Tip 5:  Give yourself a break.  We all get triggered sometimes.  It’s a natural part of recovering from a difficult relationship.  It’s okay to get triggered – and the fact that you can get triggered simply means you are human, not that your relationship is bad.  So don’t worry about the fact that you ‘went backwards’ for a time – it’s okay.  It’s normal.  And you can recover…even learn from it.
 

 

Comments

Mapleman's picture

Comment on Tip 3 "Move Yourself Into a New Space"

Thank you Melissa for all these great tips.  I had to laugh when I read tip 3.  I am the ADHD husband (57). We are just beginning our journey to what we hope will be a happier marriage.  My wife and I recently started marriage counseling and I have new hope as I have learned she is reading your book.  She has put up with so much from me!!! She has led me to stronger faith, she has listened to me yell, she has kept the bills all paid, she has continued to love when some of us seem so unlovable.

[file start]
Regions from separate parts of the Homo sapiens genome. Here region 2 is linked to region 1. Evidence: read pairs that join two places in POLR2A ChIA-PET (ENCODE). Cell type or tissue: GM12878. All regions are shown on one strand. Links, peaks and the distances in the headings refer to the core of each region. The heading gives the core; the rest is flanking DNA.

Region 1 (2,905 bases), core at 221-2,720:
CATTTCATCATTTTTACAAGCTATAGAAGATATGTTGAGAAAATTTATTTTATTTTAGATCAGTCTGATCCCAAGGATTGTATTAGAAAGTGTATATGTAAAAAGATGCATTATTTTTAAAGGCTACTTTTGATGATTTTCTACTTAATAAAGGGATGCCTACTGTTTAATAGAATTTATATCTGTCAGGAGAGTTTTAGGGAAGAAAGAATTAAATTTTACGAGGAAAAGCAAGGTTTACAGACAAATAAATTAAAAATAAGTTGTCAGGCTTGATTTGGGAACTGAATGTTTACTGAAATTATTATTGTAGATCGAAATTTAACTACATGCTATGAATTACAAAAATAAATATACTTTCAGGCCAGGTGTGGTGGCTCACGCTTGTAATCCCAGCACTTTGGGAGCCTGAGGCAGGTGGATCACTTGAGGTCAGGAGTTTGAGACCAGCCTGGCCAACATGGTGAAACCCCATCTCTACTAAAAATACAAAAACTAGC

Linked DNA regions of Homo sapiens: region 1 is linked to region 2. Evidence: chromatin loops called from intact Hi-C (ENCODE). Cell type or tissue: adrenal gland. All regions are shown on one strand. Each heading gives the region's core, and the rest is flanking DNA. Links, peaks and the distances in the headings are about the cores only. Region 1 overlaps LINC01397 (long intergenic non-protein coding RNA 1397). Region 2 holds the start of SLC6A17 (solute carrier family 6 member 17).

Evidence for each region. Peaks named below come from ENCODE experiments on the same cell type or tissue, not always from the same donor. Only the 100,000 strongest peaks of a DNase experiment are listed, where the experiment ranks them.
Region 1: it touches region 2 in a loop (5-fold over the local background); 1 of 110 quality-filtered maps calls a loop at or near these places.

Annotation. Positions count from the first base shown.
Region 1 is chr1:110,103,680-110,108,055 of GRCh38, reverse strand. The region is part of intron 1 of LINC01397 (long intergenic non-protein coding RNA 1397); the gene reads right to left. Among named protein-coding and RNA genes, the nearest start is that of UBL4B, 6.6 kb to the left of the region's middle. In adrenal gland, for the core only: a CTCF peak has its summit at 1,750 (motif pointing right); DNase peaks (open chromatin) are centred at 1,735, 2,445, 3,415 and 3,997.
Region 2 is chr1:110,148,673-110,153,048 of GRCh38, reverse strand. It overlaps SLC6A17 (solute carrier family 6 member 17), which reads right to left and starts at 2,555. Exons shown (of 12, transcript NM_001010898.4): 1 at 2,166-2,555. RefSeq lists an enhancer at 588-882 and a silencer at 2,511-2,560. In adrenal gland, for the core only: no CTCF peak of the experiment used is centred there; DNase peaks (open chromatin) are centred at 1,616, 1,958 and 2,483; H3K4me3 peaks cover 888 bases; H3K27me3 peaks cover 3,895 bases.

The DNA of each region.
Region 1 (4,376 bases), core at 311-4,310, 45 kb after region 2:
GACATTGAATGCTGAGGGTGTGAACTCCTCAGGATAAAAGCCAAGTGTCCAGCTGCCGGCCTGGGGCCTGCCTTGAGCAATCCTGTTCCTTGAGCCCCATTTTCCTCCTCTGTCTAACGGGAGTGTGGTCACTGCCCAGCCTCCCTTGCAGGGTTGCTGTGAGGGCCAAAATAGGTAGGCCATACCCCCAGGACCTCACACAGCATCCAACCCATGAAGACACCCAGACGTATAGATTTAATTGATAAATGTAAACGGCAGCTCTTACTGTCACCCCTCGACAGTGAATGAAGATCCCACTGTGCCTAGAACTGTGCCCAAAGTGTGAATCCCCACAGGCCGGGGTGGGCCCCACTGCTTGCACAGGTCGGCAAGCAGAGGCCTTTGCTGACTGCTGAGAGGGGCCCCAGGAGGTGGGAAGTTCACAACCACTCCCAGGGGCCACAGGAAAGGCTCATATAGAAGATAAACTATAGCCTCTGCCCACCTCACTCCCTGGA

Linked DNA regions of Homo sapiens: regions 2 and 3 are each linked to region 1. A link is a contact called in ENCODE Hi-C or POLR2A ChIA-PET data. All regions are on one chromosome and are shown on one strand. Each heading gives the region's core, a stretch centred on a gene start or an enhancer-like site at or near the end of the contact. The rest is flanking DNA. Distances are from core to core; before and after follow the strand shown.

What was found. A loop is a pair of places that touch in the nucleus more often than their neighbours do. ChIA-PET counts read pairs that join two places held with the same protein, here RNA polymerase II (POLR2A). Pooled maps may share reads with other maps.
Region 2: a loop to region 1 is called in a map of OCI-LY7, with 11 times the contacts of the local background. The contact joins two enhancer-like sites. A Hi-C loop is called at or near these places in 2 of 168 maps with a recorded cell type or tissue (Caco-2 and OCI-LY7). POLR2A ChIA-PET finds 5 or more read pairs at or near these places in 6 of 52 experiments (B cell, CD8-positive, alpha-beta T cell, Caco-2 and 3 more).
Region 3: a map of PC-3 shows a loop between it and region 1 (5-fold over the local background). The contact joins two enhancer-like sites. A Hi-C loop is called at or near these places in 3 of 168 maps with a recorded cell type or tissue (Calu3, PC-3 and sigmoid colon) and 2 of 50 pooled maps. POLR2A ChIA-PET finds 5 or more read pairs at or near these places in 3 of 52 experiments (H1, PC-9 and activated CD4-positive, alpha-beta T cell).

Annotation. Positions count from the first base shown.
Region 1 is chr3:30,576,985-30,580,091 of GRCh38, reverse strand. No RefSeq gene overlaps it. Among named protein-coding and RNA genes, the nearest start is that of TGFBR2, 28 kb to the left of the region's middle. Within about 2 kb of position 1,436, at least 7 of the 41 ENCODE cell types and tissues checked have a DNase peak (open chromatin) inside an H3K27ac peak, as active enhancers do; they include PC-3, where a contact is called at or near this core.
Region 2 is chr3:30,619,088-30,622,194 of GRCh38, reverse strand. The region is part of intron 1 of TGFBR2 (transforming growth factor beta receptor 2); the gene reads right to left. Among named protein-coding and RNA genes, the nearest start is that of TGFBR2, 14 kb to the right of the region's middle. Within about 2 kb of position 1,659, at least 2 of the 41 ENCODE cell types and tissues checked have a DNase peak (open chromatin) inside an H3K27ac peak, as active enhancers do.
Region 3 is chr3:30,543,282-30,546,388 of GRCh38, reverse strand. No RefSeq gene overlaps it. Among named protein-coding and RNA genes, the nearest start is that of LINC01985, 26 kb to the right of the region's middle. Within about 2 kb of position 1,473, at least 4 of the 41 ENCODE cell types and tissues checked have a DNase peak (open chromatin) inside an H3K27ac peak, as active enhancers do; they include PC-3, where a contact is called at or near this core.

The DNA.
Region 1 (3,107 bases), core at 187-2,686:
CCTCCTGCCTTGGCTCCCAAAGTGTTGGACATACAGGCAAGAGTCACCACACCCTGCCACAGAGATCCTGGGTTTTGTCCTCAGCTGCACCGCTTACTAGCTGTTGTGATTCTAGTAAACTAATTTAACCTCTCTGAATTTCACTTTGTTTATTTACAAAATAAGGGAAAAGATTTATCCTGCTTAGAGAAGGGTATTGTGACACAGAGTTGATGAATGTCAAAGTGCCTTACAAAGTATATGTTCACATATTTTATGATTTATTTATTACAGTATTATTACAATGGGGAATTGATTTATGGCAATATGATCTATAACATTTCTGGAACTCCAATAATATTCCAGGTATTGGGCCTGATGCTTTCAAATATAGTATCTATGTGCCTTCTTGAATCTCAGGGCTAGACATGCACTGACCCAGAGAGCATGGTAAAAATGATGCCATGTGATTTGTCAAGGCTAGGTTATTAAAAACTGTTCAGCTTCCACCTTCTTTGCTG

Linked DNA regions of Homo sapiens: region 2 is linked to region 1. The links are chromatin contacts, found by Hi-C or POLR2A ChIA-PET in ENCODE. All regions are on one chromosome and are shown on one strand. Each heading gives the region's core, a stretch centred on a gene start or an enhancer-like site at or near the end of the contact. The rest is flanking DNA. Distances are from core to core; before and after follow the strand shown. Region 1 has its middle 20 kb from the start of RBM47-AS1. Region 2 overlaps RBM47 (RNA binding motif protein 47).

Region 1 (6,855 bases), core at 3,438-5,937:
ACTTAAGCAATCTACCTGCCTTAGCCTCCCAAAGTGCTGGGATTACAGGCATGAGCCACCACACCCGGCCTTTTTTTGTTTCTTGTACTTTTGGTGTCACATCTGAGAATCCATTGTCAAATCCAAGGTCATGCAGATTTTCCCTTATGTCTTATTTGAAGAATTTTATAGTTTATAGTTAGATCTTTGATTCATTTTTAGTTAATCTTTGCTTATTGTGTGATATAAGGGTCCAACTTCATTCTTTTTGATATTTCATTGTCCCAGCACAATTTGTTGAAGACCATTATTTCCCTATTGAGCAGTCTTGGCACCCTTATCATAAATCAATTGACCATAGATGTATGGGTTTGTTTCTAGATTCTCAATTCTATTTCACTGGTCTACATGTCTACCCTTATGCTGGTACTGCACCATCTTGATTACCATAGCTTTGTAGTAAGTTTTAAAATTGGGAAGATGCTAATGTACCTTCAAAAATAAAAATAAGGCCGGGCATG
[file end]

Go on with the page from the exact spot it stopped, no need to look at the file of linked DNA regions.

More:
As we are working on our challenges it seemed it was time for me to move to the doghouse.  So we took your advice literally (we being our family dog and I) and moved into a new space.  We are in the "dog house," our Motorhome, until I learn some new skills and make some tangible changes. We pray that changes will happen soon.  God knows I love my wife, but no one deserves to live with the not so silly problems of being married to an ADHD spouse.

I'm kinda back there now

I'm glad that I read your article. However, I am having a hard time lifting myself out of the hole. This past weekend, there were a few triggering events. . . . . (a few disclaimers - I am the ADHDer)